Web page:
For sole ICT staff member Paul Setefano, information systems transformation and innovation at the Ministry for Pacific Peoples (MPP) is driven mainly around working with technology partners, aligning with All of Government common capability/aaS products and the move to the cloud.
“Business creativity needed further investment in technology,” Setefano says. “Rather than go through the expense and tension of updating our technology, I led an approach which focused on Services rather than Servers. Subscribing instead of Owning.
“This has changed the way we think about the things we need, by removing the constraints of a traditional technology stack.
“From this we have realised two key outcomes,” he says.
“First was the ability to really focus on delivering true value by being able to sign-up to the best product from the most cost effective provider.
The second was reduction of the major risks and costs associated with supporting and maintaining an onsite infrastructure.”
Within a short space of time the MPP has aligned to the following AoG (All of Government) common capability/aaS products; IaaS, OPaaS, ECMaaS, PTaaS and TaaS.
“This internal delivery phase is largely about stabilising our base of operations, which is vital before we look at ways we can use innovations to better integrate with our Pacific communities,” he says.
Operationally, Setefano says it should have been an easy transition, being such a small Ministry with no bespoke apps or solutions. “Unfortunately, what we had was over-engineered for the job it was doing,” he states.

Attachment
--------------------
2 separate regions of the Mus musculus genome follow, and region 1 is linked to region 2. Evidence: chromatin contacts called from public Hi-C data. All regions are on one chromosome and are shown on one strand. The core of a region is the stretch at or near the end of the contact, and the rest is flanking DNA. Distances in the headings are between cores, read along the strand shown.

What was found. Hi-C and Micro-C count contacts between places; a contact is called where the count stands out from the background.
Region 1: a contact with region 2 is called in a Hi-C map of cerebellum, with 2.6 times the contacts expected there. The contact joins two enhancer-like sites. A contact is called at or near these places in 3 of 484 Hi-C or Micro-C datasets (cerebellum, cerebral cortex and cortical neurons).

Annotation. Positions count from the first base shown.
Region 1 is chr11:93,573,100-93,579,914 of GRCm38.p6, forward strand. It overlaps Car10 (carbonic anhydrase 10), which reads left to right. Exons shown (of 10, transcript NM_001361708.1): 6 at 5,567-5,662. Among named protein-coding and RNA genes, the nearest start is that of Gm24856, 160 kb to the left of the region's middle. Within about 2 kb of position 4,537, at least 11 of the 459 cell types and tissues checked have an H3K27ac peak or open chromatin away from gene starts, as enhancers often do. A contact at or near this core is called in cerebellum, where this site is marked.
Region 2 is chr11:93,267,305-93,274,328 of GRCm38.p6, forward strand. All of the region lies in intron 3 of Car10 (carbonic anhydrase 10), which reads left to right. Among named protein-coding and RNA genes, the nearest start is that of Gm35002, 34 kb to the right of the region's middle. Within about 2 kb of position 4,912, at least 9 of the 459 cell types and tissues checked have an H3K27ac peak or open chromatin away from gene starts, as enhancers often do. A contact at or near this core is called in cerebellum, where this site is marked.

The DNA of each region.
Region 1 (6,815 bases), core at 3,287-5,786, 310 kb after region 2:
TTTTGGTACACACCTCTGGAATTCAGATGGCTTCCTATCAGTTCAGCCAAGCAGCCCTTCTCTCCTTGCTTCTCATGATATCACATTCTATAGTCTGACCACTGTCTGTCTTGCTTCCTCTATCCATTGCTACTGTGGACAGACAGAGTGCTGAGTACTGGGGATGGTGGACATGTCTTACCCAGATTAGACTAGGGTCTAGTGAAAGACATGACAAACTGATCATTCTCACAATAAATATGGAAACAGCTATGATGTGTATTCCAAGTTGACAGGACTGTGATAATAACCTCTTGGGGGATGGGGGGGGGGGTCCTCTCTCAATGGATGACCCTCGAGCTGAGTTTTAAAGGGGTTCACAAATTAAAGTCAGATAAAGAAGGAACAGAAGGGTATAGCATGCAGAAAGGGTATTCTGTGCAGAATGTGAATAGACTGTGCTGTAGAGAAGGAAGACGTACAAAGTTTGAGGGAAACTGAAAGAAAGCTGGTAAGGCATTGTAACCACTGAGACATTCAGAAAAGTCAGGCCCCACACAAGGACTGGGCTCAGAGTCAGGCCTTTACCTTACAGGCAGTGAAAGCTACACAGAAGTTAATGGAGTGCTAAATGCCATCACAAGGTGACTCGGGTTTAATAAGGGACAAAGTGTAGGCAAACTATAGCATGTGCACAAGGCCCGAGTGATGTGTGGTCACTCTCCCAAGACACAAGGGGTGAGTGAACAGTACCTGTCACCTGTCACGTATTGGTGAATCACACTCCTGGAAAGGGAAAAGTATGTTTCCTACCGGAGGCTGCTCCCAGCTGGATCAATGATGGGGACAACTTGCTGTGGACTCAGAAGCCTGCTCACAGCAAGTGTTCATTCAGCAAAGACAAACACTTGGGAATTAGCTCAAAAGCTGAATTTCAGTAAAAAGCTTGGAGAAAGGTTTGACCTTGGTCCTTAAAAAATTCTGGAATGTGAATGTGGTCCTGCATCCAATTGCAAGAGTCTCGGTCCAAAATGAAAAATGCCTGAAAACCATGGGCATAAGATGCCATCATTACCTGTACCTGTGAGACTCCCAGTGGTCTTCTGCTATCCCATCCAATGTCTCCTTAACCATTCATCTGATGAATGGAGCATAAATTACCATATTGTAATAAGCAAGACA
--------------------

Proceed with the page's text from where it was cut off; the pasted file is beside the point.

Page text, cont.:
“Sixteen servers for an organisation of under 50 staff did not make sense. The business agreed that this was a critical risk and a barrier to forward movement.
“With our technology partner ITNZ, we initiated a consolidation programme that reduced our server footprint by 80 per cent with no business impact or service degradation.
“The next phase was migrating the remaining servers into AoG IaaS cloud. This critical milestone meant that we had outsourced the management of our technology risks to an industry leader.”
Structurally he realised the costs associated with the function were not sustainable for the ministry size so his goal was to produce a road map to improve services and reduce costs.
“I am close to realising this goal through a measured and growing overlap of my support functions with our technology partner. To support this initiative, the environment has become more stable and predictable improving the overall user experience.”
Culturally he believes the structural shift will place a lot of emphasis on the ministry’s technology partners to lift their relationship management and service delivery games.
“It will take time to build the trust between staff with support vendors once the umbilical cord to the SDM/Internal Helpdesk is severed. For the trust relationship to cement, vendors will need to back-up their off the shelf, pre-sales pitch around getting to know our core business,” he says.
The ECMaaS program has greatly improved the way the ministry manages its information. The organisation has gone from an expansive and largely unchecked shared drives arrangement, to a system with automated workflows to manage document storage, versioning, naming conventions, search and reporting,” he says.